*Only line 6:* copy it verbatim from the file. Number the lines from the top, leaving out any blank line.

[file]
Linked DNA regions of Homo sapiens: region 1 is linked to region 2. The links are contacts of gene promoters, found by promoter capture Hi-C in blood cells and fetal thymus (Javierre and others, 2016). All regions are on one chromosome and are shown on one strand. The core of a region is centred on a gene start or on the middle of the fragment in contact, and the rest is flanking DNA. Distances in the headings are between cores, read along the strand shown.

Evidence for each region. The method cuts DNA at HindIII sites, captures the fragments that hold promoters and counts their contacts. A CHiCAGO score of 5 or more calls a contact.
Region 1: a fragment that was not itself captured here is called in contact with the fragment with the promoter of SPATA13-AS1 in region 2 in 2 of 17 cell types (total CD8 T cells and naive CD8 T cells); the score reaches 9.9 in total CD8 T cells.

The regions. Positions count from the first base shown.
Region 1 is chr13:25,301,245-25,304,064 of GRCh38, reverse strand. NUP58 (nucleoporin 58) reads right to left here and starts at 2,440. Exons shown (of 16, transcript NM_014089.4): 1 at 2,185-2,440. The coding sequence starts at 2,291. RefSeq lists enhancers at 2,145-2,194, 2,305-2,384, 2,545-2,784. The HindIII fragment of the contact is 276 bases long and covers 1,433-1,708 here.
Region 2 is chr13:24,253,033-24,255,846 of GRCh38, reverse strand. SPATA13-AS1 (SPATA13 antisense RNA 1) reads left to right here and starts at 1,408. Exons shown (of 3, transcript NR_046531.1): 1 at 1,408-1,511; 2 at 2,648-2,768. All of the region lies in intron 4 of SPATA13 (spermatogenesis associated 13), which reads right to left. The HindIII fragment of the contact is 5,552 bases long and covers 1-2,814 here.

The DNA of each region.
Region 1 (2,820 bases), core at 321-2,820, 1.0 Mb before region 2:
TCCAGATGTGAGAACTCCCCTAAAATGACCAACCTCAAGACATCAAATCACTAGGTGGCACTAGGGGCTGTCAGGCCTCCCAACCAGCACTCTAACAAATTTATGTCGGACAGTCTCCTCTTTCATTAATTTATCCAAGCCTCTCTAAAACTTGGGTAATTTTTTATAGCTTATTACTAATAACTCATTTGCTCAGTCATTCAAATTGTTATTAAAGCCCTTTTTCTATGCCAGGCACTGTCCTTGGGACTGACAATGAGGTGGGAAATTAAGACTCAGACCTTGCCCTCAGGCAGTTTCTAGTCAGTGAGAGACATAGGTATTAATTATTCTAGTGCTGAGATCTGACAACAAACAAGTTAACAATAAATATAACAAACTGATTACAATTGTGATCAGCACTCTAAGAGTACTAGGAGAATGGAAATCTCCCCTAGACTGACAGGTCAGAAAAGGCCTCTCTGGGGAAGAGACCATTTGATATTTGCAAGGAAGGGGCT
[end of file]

Region 2 is chr13:24,253,033-24,255,846 of GRCh38, reverse strand. SPATA13-AS1 (SPATA13 antisense RNA 1) reads left to right here and starts at 1,408. Exons shown (of 3, transcript NR_046531.1): 1 at 1,408-1,511; 2 at 2,648-2,768. All of the region lies in intron 4 of SPATA13 (spermatogenesis associated 13), which reads right to left. The HindIII fragment of the contact is 5,552 bases long and covers 1-2,814 here.